weather: long periods of drought. But more than 40% of crops are also lost annually because of over-growth by weeds and attack by viruses and insects. As a result, Africa needs to import more than 25% of its grain, which it can ill afford to do.

Drought-resistant and pest-resistant GM crops would be a lifeline.

Nowhere are herbicide-resistant crops, coupled with the use of cheap weedkillers, needed more than in sub-Saharan Africa, where 40,000 people -half of them children -are dying from malnutrition daily. We should be helping them by developing and promoting the relevant GM crops, not hindering their salvation by unjustified criticism of the technology.

We should set an example of sense, not bias, and encourage Third World nations to accept GM technology as the most effective way forward -second only to the removal of their corrupt leaders who with one hand steal 90% of the financial aid provided to their countries, and with the other create murder and mayhem and raze to the ground the feeble crops that their starving people are trying to nurture.

Now there's a cause the anti-GM technology gang might like to espouse.

Charles Pasternak is the author of a book about genetics, Quest, The Essence of Humanity (Wiley). He is director of the Oxford International Biomedical Centre http://www.oibc.org.uk


Kenyan Genetic Scientist Defends GM Sweet Potato

- www.ahbfi.org, press release, March 15, 2004

Chief Executive Officer of Africa Harvest Biotech Foundation International, Dr. Florence Wambugu, says recent allegations that trials to develop GM virus-resistant sweet potato had failed were not based in sound science.

"Recent reports alleging that imported transgenic material did not withstand virus challenge in the Kenyan fields (DN 29th January, 2004) have completely been misinterpreted and distorted. Critics of GM technologies have cited the "findings" as proof that the GM sweet potato project was a failure," Dr. Wambugu -- the first scientist to be involved in the project -- says. "Contrary to what anti-GM activists are saying, in several articles published globally, the GM sweet potato has been a resounding scientific success and Kenyans should be proud of this".

Dr. Wambugu -- who founded an international foundation, which has offices in Washington D.C., in Nairobi and Kenya - explained that "typically, the first generation products are not intended for commercialization". She said "the GM sweet potato variety being tested in Kenya was meant to develop a genetic transformation system which did not exist globally. It contained a reporter Gus gene which is a 'tell-tale' gene commonly used to indicate to scientists whether a plant is indeed transformed. Reporter genes like the Gus gene are not included in final gene products and are out-bred once the final product has been established."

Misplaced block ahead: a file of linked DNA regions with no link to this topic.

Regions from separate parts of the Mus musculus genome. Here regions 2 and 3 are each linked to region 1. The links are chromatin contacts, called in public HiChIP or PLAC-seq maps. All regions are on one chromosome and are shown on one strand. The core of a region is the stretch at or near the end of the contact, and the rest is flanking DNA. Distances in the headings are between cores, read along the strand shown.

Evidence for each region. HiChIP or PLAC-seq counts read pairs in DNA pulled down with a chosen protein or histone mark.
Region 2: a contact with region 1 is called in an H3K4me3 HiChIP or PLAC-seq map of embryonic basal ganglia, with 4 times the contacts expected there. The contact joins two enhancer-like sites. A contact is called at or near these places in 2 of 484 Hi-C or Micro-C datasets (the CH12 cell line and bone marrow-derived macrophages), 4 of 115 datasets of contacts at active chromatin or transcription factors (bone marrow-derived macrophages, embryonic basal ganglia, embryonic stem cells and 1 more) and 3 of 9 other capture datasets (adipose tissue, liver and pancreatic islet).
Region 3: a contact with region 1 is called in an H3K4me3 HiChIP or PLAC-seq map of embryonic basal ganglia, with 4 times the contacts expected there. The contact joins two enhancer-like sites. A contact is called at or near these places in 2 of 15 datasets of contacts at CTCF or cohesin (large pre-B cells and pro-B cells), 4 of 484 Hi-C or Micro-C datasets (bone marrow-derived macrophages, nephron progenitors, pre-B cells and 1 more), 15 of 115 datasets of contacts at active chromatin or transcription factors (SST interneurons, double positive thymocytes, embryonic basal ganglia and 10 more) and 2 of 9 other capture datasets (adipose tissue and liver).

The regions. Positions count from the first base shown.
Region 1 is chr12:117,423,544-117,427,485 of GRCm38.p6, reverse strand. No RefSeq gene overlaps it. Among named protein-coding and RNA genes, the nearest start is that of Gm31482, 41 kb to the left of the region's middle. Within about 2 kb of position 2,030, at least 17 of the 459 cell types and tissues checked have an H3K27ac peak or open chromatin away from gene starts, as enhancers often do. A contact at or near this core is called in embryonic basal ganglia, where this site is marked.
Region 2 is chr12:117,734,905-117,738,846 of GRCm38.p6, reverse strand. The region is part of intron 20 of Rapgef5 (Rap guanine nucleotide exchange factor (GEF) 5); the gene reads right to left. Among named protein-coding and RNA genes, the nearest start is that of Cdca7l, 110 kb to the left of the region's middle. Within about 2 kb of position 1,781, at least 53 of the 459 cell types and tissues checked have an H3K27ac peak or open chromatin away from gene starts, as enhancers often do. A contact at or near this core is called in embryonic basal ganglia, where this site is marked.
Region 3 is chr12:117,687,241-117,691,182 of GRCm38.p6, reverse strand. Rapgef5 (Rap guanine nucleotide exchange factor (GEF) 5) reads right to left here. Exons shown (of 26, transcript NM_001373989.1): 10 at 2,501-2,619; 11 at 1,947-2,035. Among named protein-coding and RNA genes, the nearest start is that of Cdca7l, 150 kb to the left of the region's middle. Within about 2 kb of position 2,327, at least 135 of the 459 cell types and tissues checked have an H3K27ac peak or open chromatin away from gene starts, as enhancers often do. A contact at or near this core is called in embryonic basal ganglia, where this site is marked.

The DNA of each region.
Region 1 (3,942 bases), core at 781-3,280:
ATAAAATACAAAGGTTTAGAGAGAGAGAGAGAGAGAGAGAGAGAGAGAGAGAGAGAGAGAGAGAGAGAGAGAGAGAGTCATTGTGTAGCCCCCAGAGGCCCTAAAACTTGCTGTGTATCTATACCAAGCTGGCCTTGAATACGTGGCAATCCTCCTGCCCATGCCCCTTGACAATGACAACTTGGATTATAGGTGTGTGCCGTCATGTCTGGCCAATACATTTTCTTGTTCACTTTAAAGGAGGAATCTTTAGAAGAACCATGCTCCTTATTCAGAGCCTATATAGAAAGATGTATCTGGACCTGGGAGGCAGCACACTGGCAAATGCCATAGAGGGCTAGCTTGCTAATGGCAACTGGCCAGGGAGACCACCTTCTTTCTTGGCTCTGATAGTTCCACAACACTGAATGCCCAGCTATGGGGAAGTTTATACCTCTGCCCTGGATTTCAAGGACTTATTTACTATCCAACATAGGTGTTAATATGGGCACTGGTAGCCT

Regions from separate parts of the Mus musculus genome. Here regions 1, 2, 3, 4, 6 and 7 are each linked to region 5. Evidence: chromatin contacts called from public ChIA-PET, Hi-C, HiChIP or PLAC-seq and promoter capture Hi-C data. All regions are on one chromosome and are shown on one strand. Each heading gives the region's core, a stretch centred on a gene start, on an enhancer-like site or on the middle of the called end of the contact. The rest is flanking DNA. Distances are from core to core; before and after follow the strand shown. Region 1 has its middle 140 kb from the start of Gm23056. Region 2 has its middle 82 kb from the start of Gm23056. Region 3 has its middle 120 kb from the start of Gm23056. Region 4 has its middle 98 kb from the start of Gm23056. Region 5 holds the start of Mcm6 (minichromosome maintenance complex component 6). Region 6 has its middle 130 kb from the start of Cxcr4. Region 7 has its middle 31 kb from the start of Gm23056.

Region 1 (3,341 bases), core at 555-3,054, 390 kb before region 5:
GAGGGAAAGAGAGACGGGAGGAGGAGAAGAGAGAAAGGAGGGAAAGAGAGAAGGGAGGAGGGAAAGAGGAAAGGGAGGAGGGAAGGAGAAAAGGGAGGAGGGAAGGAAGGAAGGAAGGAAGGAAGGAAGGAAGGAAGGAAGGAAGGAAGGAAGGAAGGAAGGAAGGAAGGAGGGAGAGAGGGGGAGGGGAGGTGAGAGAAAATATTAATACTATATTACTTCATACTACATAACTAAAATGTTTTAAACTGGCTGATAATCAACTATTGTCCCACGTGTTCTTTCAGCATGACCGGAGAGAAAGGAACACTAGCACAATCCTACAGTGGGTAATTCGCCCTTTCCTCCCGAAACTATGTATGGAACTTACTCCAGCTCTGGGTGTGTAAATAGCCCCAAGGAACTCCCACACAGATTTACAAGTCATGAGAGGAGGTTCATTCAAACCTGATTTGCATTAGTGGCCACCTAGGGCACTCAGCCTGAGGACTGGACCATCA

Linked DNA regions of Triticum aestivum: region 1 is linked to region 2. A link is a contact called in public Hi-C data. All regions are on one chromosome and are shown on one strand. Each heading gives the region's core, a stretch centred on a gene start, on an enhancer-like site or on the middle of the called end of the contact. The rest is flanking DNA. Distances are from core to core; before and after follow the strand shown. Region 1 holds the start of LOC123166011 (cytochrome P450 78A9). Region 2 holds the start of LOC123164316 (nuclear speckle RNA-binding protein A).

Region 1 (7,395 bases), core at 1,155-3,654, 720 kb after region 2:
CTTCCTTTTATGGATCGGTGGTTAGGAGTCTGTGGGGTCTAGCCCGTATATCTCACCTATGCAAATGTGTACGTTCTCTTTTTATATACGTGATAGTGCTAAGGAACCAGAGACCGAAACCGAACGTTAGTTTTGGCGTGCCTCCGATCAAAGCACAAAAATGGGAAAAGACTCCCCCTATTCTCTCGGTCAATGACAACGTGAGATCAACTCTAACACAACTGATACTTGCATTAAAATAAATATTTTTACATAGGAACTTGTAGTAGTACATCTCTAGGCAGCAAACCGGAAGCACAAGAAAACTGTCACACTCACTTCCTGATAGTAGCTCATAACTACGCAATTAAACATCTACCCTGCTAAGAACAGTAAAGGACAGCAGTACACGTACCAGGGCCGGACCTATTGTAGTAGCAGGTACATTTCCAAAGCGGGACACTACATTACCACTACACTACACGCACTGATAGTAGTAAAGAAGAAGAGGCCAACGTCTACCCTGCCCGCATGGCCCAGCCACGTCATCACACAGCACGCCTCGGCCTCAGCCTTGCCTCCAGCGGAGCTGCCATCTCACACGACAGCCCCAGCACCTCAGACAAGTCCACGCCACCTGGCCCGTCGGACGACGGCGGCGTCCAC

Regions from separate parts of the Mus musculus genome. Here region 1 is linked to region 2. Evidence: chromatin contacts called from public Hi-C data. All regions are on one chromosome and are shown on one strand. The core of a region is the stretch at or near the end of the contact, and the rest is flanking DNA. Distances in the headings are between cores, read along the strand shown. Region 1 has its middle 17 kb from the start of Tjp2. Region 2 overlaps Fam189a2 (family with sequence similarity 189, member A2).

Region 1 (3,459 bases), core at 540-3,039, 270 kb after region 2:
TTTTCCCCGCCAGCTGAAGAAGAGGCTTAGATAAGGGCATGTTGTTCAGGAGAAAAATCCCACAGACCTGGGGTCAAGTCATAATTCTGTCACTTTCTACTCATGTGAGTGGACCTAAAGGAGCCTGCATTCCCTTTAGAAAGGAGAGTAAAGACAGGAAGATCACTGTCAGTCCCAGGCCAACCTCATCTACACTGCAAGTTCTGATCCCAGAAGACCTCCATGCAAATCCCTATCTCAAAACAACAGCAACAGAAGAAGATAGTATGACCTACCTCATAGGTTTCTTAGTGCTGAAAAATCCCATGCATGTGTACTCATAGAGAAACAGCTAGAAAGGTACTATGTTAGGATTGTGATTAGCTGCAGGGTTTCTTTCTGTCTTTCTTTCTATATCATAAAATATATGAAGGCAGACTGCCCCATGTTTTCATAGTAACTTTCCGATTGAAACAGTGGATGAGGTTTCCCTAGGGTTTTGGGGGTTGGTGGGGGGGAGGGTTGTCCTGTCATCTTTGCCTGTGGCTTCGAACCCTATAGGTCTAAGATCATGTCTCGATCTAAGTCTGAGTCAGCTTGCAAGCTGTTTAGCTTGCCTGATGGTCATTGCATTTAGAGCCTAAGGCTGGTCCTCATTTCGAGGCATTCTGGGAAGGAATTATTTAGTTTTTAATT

"The sweet potato variety produced in Kenya’s was the first generation product developed for the system and it takes several generations to come up with the final commercial product," says the Africa Harvest CEO. "The recent field trials were meant to identify the level of protection needed for the final product in Kenya. The purpose of the field trials was also to shed some light on how to improve the system used to transform the sweet potato. The "failure" - as it has been incorrectly implied - was to indicate the extent to which sweet potatoes are vulnerable to disease in the region. This in turn highlights the extent to which the final sweet potato product needs viral protection", says the scientist.

The Africa Harvest CEO said that "in anticipation to the result of the field trials, scientists working on the GM sweet potato had already begun Research and Development (R&D) on a second generation product which includes a gene construct from the most virulent Kenyan potato virus strain". She said the Muguga virus strain was identified after extensive screening.

"Future R&D is expected to produce a second generation GM sweet potato variety that is equipped with double protection. The protective feature of this GM variety will have both the Cp gene and its replicase gene which has the special ability to prevent the sweet potato feathery mottle virus
(SPFMV) from replicating upon infection, thereby rendering the virus harmless". The scientist said "a cloning site to the gene construct had been made, which will make it much easier for scientists to add the gene that gives it resistance to weevils, if and when this is discovered. The final GM sweet potato product will therefore be tailor made for African environmental conditions".

Although Dr. Wambugu is no longer directly involved with the GM sweet potato project, she says that it had achieved all its goals, including the development of a global commercial genetic transformation system. "Being the first GM crop variety in Sub-Saharan Africa, the pioneering nature of the project demanded adherence to strict international standards. The trials were carried out after close consultation and in close collaboration with the very rural communities that will benefit from the final product," says Dr. Wambugu

The scientist said many Kenyan scientists had been trained under the project. "It is this human capacity that has enabled the country define its nature of support to the GM technology. Kenyan scientists have been at the forefront of advocating for a Kenya-specific policy. We support the technology – not as a silver-bullet, but alongside other agricultural interventions -- that will address our unique problems of improving and increasing productivity of local crops".

Dr. Wambugu also said that under the project, Kenya now has a bio-transformation lab where other crops -- other than the sweet potato -- can be researched in future. "The lab puts Kenya in a position to form vital collaborations with countries such as South Africa which may be conducting related scientific work. The country is also a beacon of light in the region with regard to biosafety and GM technologies," she noted.